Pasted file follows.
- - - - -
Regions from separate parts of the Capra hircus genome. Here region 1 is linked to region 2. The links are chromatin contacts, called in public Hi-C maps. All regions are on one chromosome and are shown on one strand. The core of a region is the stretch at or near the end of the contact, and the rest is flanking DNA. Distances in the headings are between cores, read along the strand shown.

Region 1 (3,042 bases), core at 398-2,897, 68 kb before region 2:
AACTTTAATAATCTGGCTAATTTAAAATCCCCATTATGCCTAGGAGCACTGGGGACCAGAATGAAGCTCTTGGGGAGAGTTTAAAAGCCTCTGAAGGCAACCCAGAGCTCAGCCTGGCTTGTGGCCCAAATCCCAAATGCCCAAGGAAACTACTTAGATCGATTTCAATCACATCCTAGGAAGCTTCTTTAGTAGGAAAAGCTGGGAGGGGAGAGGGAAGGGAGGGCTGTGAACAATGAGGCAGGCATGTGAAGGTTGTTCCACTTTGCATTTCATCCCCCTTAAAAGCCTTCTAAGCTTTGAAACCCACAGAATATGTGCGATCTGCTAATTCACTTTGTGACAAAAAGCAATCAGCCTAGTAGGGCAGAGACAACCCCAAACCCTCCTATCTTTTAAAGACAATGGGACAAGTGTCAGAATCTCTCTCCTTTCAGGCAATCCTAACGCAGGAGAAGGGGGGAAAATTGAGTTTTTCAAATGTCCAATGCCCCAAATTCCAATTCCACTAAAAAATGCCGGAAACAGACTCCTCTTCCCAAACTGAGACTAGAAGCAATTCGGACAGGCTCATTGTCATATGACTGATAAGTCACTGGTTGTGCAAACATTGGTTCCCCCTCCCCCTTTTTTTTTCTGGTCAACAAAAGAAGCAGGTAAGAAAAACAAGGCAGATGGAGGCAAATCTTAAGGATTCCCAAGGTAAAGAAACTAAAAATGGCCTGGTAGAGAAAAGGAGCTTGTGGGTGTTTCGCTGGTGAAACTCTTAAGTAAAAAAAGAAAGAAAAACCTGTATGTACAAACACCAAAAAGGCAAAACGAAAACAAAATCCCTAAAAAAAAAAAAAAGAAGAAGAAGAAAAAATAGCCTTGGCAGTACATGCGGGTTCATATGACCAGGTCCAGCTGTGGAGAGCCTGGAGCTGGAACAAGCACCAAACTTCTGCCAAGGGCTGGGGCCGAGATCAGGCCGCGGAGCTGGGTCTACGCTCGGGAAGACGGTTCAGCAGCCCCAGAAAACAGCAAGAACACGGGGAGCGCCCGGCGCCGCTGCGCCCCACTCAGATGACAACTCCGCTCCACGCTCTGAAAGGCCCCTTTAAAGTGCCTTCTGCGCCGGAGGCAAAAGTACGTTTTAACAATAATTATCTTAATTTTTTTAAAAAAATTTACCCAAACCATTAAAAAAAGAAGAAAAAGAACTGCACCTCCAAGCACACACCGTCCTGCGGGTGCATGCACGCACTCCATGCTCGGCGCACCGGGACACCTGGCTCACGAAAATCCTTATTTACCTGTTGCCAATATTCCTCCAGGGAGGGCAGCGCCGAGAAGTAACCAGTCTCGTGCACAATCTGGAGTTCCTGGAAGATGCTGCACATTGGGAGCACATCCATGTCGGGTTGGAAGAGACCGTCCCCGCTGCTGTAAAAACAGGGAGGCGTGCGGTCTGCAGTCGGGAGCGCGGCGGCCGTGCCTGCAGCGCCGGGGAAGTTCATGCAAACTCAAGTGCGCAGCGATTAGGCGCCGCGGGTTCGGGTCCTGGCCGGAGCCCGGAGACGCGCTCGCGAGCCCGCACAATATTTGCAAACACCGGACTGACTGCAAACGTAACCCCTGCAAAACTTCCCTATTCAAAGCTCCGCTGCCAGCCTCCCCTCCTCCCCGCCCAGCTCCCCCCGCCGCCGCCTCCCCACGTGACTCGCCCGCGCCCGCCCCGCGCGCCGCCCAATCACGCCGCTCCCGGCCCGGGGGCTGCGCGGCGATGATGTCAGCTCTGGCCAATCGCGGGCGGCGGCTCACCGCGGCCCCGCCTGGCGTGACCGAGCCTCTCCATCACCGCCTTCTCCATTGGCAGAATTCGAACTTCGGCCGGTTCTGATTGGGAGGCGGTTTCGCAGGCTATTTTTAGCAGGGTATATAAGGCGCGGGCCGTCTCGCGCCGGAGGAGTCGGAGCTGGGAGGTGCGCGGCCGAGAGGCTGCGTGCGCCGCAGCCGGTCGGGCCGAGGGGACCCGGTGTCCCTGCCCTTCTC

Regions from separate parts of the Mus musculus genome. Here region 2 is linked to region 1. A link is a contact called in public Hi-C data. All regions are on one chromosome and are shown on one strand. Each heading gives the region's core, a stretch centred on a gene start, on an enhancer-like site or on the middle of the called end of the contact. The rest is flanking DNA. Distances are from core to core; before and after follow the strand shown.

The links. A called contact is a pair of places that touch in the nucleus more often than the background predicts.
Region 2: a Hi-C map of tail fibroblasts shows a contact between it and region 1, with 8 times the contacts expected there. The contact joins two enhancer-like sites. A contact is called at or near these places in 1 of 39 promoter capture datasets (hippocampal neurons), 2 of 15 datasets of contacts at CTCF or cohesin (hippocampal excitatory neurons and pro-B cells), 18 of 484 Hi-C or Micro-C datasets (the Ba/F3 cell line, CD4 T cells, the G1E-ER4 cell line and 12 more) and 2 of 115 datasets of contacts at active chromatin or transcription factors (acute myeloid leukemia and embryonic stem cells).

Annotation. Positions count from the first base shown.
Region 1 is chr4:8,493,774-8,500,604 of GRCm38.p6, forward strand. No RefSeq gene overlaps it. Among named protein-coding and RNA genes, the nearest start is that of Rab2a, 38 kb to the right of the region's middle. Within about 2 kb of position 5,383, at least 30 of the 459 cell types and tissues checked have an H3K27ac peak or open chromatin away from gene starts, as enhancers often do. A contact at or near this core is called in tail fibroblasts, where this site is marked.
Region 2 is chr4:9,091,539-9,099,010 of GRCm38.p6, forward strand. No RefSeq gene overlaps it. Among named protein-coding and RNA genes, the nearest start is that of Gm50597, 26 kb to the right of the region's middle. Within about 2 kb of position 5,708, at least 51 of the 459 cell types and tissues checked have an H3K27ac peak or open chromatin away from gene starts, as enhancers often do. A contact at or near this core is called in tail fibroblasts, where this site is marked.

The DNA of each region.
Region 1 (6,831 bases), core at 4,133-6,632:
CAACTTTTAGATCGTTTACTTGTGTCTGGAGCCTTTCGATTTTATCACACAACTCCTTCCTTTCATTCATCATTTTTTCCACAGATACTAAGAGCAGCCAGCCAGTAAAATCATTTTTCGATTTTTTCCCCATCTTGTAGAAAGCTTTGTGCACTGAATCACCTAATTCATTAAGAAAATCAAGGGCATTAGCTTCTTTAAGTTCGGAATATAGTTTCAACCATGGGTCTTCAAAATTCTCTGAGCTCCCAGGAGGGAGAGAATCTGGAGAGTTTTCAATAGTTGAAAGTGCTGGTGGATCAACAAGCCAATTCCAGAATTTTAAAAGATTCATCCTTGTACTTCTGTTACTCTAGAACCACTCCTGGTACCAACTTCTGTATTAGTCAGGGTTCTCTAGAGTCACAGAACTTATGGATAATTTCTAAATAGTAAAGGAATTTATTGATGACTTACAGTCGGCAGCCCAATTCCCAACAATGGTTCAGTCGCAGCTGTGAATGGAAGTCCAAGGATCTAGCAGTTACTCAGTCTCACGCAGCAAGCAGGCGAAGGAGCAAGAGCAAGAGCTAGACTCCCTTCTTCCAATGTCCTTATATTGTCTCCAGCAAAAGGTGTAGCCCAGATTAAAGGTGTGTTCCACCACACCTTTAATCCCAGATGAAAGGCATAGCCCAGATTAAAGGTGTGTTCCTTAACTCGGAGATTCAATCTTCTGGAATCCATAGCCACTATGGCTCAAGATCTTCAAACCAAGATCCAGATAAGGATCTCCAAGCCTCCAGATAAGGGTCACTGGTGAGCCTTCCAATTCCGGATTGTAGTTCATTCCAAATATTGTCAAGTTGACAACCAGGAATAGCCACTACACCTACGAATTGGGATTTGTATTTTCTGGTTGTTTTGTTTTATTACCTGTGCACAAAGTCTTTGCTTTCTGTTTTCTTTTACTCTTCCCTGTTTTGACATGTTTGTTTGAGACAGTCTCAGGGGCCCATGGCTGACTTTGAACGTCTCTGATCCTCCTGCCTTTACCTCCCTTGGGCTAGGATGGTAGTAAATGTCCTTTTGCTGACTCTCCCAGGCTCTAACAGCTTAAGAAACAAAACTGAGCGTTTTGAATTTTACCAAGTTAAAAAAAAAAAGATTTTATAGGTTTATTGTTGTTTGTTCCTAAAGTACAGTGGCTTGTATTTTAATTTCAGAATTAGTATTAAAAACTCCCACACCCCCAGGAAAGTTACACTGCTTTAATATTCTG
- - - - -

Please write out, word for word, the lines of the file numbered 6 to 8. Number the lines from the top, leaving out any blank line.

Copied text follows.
Region 2: a Hi-C map of tail fibroblasts shows a contact between it and region 1, with 8 times the contacts expected there. The contact joins two enhancer-like sites. A contact is called at or near these places in 1 of 39 promoter capture datasets (hippocampal neurons), 2 of 15 datasets of contacts at CTCF or cohesin (hippocampal excitatory neurons and pro-B cells), 18 of 484 Hi-C or Micro-C datasets (the Ba/F3 cell line, CD4 T cells, the G1E-ER4 cell line and 12 more) and 2 of 115 datasets of contacts at active chromatin or transcription factors (acute myeloid leukemia and embryonic stem cells).

Annotation. Positions count from the first base shown.
Region 1 is chr4:8,493,774-8,500,604 of GRCm38.p6, forward strand. No RefSeq gene overlaps it. Among named protein-coding and RNA genes, the nearest start is that of Rab2a, 38 kb to the right of the region's middle. Within about 2 kb of position 5,383, at least 30 of the 459 cell types and tissues checked have an H3K27ac peak or open chromatin away from gene starts, as enhancers often do. A contact at or near this core is called in tail fibroblasts, where this site is marked.